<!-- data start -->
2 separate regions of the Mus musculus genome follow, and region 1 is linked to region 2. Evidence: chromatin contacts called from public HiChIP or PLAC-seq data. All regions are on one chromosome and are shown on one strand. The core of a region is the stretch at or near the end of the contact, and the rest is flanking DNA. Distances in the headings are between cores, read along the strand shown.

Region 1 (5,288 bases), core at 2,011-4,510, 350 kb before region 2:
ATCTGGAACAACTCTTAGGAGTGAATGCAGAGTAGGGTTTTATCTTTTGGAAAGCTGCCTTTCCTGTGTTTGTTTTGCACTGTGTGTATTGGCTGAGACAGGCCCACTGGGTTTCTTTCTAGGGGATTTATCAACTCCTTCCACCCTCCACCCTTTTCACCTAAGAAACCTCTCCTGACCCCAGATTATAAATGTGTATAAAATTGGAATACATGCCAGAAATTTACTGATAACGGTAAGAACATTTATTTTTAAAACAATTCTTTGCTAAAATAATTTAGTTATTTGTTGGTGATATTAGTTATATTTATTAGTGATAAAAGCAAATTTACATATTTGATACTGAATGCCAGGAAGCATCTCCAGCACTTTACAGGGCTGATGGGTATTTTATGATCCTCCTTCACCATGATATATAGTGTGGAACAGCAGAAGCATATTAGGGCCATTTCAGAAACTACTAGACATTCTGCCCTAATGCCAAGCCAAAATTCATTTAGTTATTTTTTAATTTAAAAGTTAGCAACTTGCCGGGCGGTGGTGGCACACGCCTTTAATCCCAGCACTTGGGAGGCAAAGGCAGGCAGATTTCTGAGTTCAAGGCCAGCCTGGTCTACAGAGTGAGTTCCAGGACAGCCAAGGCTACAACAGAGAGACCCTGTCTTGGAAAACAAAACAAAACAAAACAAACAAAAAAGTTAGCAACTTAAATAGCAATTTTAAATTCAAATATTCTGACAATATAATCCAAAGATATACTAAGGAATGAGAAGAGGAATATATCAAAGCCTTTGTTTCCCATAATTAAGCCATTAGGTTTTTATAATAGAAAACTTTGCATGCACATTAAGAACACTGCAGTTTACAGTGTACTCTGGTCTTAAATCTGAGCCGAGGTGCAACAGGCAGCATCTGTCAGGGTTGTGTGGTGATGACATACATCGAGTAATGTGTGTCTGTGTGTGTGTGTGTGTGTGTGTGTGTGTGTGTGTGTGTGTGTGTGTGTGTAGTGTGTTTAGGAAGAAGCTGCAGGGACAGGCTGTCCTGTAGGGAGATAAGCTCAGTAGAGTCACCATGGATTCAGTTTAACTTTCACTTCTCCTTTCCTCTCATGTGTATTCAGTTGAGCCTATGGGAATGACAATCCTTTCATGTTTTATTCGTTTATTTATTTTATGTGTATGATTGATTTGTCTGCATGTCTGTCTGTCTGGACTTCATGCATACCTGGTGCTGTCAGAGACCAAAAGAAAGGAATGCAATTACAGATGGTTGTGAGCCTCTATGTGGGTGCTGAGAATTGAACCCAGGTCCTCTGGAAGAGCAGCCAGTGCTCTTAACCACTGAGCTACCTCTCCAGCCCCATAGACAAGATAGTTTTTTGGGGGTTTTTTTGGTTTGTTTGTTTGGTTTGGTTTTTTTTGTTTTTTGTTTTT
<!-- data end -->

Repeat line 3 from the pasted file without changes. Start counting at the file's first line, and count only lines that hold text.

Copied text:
ATCTGGAACAACTCTTAGGAGTGAATGCAGAGTAGGGTTTTATCTTTTGGAAAGCTGCCTTTCCTGTGTTTGTTTTGCACTGTGTGTATTGGCTGAGACAGGCCCACTGGGTTTCTTTCTAGGGGATTTATCAACTCCTTCCACCCTCCACCCTTTTCACCTAAGAAACCTCTCCTGACCCCAGATTATAAATGTGTATAAAATTGGAATACATGCCAGAAATTTACTGATAACGGTAAGAACATTTATTTTTAAAACAATTCTTTGCTAAAATAATTTAGTTATTTGTTGGTGATATTAGTTATATTTATTAGTGATAAAAGCAAATTTACATATTTGATACTGAATGCCAGGAAGCATCTCCAGCACTTTACAGGGCTGATGGGTATTTTATGATCCTCCTTCACCATGATATATAGTGTGGAACAGCAGAAGCATATTAGGGCCATTTCAGAAACTACTAGACATTCTGCCCTAATGCCAAGCCAAAATTCATTTAGTTATTTTTTAATTTAAAAGTTAGCAACTTGCCGGGCGGTGGTGGCACACGCCTTTAATCCCAGCACTTGGGAGGCAAAGGCAGGCAGATTTCTGAGTTCAAGGCCAGCCTGGTCTACAGAGTGAGTTCCAGGACAGCCAAGGCTACAACAGAGAGACCCTGTCTTGGAAAACAAAACAAAACAAAACAAACAAAAAAGTTAGCAACTTAAATAGCAATTTTAAATTCAAATATTCTGACAATATAATCCAAAGATATACTAAGGAATGAGAAGAGGAATATATCAAAGCCTTTGTTTCCCATAATTAAGCCATTAGGTTTTTATAATAGAAAACTTTGCATGCACATTAAGAACACTGCAGTTTACAGTGTACTCTGGTCTTAAATCTGAGCCGAGGTGCAACAGGCAGCATCTGTCAGGGTTGTGTGGTGATGACATACATCGAGTAATGTGTGTCTGTGTGTGTGTGTGTGTGTGTGTGTGTGTGTGTGTGTGTGTGTGTGTGTGTAGTGTGTTTAGGAAGAAGCTGCAGGGACAGGCTGTCCTGTAGGGAGATAAGCTCAGTAGAGTCACCATGGATTCAGTTTAACTTTCACTTCTCCTTTCCTCTCATGTGTATTCAGTTGAGCCTATGGGAATGACAATCCTTTCATGTTTTATTCGTTTATTTATTTTATGTGTATGATTGATTTGTCTGCATGTCTGTCTGTCTGGACTTCATGCATACCTGGTGCTGTCAGAGACCAAAAGAAAGGAATGCAATTACAGATGGTTGTGAGCCTCTATGTGGGTGCTGAGAATTGAACCCAGGTCCTCTGGAAGAGCAGCCAGTGCTCTTAACCACTGAGCTACCTCTCCAGCCCCATAGACAAGATAGTTTTTTGGGGGTTTTTTTGGTTTGTTTGTTTGGTTTGGTTTTTTTTGTTTTTTGTTTTT